The Earth will Hold us as we Burn
Lately, grief has been my constant companion.
When something triggers an emotion, I hear myself take in a breath, moan soft and low, and then I wait. What comes next is sometimes a river of tears and sometimes just a passing squall.
I have never been one to be sad for long. I have always found a way to push through the underbrush of deep emotions or feel the joy in bushwhacking through them.
But now, I just want to stay under the brush, captured by the hooked arm of a fallen tree, in a dark and damp place, risking hypothermia, and be present to heaving of my chest.
Grief is an overwhelming feeling of despair due to the perceived and paralyzing hopelessness of a particular situation.
The grief for me comes from the realization that all things I love will die. Maybe sooner than I thought, before me or maybe after. They are dying right now.
With this statement, I feel the area around my heart constrict, I hear a moan and a groan and then feel tears.
I also know that with them — the animals and the trees, what our country stands for — a part of me is also dying — it feels like my hope — and this is painful too.
For I did not know hope could die.
Yet this pain is also what opens my heart to those moments of joy sprinkled throughout the day.
- Greeting a dark morning on my meditation cushion.
- The majestic Great Blue Heron on the smelly pipeline slew. Does it know that the water is poison?
- The frost on the windows of my car. So many patterns! Is this an impact of the changing jet stream due to the melting polar ice caps? The frost takes no notice.
The gift and the curse of being human is the ability to feel it all and know what the frost and the heron don’t. And use that knowing for sacred, body-informed activism. Acting on behalf of those that cannot or will not.
What we often neglect to understand, as humans, is that the process of feeling is transformative. And transformation is generally not pleasurable, or everyone would be searching it out. Transformation requires dying to parts of ourselves so that other parts can live.
It means willingly giving up something tangible for another thing, that is not guaranteed, to emerge. And that is never easy.
Transformation is not for the faint at heart. It requires courage, fortitude, persistence in the face of overwhelming armies of people telling us not to transform — “mend my life, each voice cries — but you didn’t stop…”*, it requires a deep listening to space and time, it requires doing things that appear to be not doing, it asks us to question our values, actions and behaviors. It turns us upside down and inside out with no guarantees of a satisfying or even workable final product.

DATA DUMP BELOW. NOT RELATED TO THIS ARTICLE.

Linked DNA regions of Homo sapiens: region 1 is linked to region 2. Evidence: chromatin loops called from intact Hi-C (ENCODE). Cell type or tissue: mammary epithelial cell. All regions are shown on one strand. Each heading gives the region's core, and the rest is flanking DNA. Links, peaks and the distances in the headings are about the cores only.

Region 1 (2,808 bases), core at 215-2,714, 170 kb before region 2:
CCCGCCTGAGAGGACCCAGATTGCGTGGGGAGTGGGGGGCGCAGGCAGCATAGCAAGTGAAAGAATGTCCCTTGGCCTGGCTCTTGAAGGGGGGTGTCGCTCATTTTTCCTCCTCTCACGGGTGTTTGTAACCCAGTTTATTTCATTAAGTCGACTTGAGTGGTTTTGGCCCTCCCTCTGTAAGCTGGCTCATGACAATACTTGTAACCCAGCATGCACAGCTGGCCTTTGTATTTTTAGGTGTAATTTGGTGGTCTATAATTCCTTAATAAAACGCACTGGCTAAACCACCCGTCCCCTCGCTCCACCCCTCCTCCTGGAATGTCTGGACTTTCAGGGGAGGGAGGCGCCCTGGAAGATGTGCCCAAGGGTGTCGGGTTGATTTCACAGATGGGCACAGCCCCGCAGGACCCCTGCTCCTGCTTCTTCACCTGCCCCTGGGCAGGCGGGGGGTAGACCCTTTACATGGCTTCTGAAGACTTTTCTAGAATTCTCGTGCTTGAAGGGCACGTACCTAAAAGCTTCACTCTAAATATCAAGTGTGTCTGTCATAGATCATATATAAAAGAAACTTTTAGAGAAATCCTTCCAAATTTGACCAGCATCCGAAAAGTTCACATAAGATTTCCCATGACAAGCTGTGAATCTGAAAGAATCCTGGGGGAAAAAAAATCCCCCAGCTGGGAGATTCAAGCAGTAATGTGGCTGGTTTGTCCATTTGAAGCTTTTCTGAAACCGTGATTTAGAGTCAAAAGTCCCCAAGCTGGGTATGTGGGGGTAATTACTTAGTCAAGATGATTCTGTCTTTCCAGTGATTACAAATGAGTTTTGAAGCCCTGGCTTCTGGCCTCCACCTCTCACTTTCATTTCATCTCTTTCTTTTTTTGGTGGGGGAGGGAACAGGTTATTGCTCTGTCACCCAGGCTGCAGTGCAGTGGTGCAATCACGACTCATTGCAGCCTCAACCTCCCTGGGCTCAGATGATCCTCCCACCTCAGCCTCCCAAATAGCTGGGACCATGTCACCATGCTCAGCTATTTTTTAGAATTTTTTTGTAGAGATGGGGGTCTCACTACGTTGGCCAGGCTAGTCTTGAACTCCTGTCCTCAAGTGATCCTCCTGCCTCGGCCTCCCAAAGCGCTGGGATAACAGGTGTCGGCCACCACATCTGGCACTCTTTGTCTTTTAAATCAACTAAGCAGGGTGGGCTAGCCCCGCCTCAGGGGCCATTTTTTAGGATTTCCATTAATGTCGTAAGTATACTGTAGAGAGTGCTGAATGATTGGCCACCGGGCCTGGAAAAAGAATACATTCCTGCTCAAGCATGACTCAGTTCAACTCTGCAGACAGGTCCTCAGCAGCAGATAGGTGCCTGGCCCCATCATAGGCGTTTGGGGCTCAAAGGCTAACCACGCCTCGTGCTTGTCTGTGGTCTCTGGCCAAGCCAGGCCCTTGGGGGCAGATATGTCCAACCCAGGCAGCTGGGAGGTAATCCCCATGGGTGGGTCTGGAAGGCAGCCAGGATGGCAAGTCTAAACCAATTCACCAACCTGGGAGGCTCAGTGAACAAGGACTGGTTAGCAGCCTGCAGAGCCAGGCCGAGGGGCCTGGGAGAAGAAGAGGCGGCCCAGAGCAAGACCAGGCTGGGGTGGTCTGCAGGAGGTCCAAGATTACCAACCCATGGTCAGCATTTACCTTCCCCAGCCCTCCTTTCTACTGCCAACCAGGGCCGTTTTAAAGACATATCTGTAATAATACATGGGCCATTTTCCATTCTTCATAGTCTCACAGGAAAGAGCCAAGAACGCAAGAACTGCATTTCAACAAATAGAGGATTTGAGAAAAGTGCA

And it means being burned. Maybe literally as we burn our planet’s atmosphere with carbon output — For what? Stuff? Are you OK with that? — or the forests that give us air and sequester the carbon, or our civilizations with nuclear weapons unleashed because we can’t hold our tongue in service of something bigger than us.
In my grief, I reached out to the world and received a response. Not one of soothing consolation that everything would be OK. I received Kali, the ancient Indian goddess of — I still can’t figure her out — fire, transformation?
She is wild, natural world magic, messy, violent, and in your face. She appears in service of a greater good which may not be good for me. She is not controllable or at the beck and call of anyone and she may turn on the one who called her.
Kali is the force of nature. Which we forget does not care how much we paid for the house before the hill slides, or how thick the retaining wall as the ocean reclaims the land.
Kali, in a strange way, gives me hope. All we can do is be present to each moment and move toward transformation.
We may not survive, but the earth will.
We, the most conscious mammals our world has ever known, can’t take the earth. We can take everything else with us into the fire, but the planet is bigger than us.
She will hold us while we burn.
Back to grief. When I think of Kali, and fire and transformation, I think not only of my children, but of your children. I want them to be able to see the sunrise, and breathe the air. I want it to not be so hard for them. But I also want them to be awake. For there is no chance of survival without being awake. Yet being awake is transformative, and I have already explained that.
We may not literally have to be burned by carbon emissions or nuclear wars, but letting go of our attachments to what we have become accustomed to can almost be a bigger fire for it is a choice and something we have to choose every day — to not have what others have, to not do what others do, to not belong in certain ways, to potentially find new community — instead of a forced choice of nuclear war or not being able to go outside and breathe the air due to pollution, we have to willingly walk into the fire.
Are you ready?
Here are two things you can do today.
- Get outside. No matter how cold, rainy, snowy, or warm and fill your body with appreciation for the air, and trees, the water and soil. Fill yourself. All we can count on is this very moment. That is really all we have.
- Be willing to not win. Lose an argument. Take the fall for something you may only be partially responsible for. Feel that deep pain of letting go of your ego. This is transformation.
Don’t feel safe outside? Can’t bear to lose? Invite perspective. Look for our fall programs of transformation, if you are really ready. If not stay the course, transformation is coming, whether we want it or not, it is best to be prepared.
*Mary Oliver — The Journey